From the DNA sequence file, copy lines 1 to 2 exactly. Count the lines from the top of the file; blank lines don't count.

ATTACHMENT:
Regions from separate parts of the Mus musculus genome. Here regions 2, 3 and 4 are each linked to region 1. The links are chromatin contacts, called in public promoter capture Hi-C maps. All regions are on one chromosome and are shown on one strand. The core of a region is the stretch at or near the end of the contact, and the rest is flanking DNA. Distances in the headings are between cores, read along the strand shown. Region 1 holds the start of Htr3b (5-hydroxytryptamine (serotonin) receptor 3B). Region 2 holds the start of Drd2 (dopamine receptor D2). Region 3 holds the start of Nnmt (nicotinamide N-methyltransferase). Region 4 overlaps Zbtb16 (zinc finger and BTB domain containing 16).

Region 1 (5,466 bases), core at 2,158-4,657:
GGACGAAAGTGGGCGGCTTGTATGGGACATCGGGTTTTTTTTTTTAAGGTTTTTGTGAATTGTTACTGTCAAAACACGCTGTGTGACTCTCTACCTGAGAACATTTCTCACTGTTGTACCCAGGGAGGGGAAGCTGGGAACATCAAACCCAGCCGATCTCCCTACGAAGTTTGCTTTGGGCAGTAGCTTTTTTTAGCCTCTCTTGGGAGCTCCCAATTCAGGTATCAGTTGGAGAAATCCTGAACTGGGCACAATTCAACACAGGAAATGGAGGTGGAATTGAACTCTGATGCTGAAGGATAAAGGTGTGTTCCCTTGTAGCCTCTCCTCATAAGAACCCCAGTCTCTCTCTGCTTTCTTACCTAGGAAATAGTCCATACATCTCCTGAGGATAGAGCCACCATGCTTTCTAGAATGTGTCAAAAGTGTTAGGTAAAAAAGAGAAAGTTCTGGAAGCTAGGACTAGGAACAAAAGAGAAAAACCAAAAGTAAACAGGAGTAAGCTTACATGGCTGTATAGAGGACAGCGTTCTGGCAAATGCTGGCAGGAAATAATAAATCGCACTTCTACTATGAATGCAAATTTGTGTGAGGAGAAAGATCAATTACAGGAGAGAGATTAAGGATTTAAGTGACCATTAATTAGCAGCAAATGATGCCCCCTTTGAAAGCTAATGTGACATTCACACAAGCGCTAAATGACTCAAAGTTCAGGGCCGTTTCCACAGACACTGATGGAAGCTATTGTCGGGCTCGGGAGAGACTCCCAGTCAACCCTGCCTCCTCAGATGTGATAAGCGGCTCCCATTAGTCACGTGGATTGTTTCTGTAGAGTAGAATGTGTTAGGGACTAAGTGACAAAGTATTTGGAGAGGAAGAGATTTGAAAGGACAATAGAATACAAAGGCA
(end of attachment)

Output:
Regions from separate parts of the Mus musculus genome. Here regions 2, 3 and 4 are each linked to region 1. The links are chromatin contacts, called in public promoter capture Hi-C maps. All regions are on one chromosome and are shown on one strand. The core of a region is the stretch at or near the end of the contact, and the rest is flanking DNA. Distances in the headings are between cores, read along the strand shown. Region 1 holds the start of Htr3b (5-hydroxytryptamine (serotonin) receptor 3B). Region 2 holds the start of Drd2 (dopamine receptor D2). Region 3 holds the start of Nnmt (nicotinamide N-methyltransferase). Region 4 overlaps Zbtb16 (zinc finger and BTB domain containing 16).

Region 1 (5,466 bases), core at 2,158-4,657: